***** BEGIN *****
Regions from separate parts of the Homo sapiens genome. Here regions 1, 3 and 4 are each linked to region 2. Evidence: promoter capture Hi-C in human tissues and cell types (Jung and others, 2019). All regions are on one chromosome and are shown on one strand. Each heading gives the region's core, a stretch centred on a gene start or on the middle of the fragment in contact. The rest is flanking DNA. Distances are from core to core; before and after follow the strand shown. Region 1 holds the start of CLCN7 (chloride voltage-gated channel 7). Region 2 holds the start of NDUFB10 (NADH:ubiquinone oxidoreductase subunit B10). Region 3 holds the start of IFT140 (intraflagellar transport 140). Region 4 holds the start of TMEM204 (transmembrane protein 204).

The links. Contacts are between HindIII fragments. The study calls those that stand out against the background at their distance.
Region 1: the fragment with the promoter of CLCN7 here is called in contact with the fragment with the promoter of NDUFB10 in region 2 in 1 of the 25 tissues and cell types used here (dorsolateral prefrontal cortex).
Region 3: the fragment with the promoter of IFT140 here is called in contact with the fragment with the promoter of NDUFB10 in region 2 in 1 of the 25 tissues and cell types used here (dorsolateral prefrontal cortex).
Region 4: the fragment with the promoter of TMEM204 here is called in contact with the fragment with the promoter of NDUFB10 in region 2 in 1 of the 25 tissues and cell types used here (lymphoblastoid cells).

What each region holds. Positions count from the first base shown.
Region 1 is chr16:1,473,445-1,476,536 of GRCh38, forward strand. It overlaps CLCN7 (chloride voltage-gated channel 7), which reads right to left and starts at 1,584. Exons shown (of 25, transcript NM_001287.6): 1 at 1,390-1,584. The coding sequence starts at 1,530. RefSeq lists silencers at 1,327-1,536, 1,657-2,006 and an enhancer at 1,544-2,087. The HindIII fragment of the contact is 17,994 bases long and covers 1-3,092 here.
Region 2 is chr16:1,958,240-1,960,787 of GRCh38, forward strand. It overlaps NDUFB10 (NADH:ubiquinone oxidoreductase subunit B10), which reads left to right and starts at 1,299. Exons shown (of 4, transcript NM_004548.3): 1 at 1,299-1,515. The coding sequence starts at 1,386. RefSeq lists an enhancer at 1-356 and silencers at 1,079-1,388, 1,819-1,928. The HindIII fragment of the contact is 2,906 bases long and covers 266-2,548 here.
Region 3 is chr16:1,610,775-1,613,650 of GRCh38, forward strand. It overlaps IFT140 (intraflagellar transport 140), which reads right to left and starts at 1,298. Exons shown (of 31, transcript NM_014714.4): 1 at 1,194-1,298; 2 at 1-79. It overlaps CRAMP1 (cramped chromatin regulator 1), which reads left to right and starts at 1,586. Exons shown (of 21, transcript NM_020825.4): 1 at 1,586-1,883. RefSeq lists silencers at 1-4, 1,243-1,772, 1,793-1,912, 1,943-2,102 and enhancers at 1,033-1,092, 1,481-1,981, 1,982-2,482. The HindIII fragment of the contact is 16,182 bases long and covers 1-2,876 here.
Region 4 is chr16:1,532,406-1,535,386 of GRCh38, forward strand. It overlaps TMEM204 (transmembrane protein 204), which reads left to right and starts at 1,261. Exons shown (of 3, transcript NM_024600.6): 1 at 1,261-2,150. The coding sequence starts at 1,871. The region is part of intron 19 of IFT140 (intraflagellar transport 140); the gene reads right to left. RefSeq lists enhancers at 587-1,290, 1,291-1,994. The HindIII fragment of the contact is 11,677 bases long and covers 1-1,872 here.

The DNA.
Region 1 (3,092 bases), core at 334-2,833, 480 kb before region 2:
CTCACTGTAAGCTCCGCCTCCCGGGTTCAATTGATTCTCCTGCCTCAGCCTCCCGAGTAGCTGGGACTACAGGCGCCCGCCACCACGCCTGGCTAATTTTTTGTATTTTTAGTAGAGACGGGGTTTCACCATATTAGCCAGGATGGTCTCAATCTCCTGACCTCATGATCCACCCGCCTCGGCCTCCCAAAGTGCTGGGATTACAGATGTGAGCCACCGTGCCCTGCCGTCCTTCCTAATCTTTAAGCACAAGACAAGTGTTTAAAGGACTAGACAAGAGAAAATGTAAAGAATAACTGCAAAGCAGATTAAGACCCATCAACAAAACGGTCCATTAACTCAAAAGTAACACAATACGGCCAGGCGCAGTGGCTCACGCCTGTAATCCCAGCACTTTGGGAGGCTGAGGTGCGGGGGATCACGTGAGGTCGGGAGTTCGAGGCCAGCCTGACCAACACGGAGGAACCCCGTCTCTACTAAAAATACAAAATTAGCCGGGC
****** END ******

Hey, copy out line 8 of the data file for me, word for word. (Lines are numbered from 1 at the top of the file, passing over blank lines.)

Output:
Region 2 is chr16:1,958,240-1,960,787 of GRCh38, forward strand. It overlaps NDUFB10 (NADH:ubiquinone oxidoreductase subunit B10), which reads left to right and starts at 1,299. Exons shown (of 4, transcript NM_004548.3): 1 at 1,299-1,515. The coding sequence starts at 1,386. RefSeq lists an enhancer at 1-356 and silencers at 1,079-1,388, 1,819-1,928. The HindIII fragment of the contact is 2,906 bases long and covers 266-2,548 here.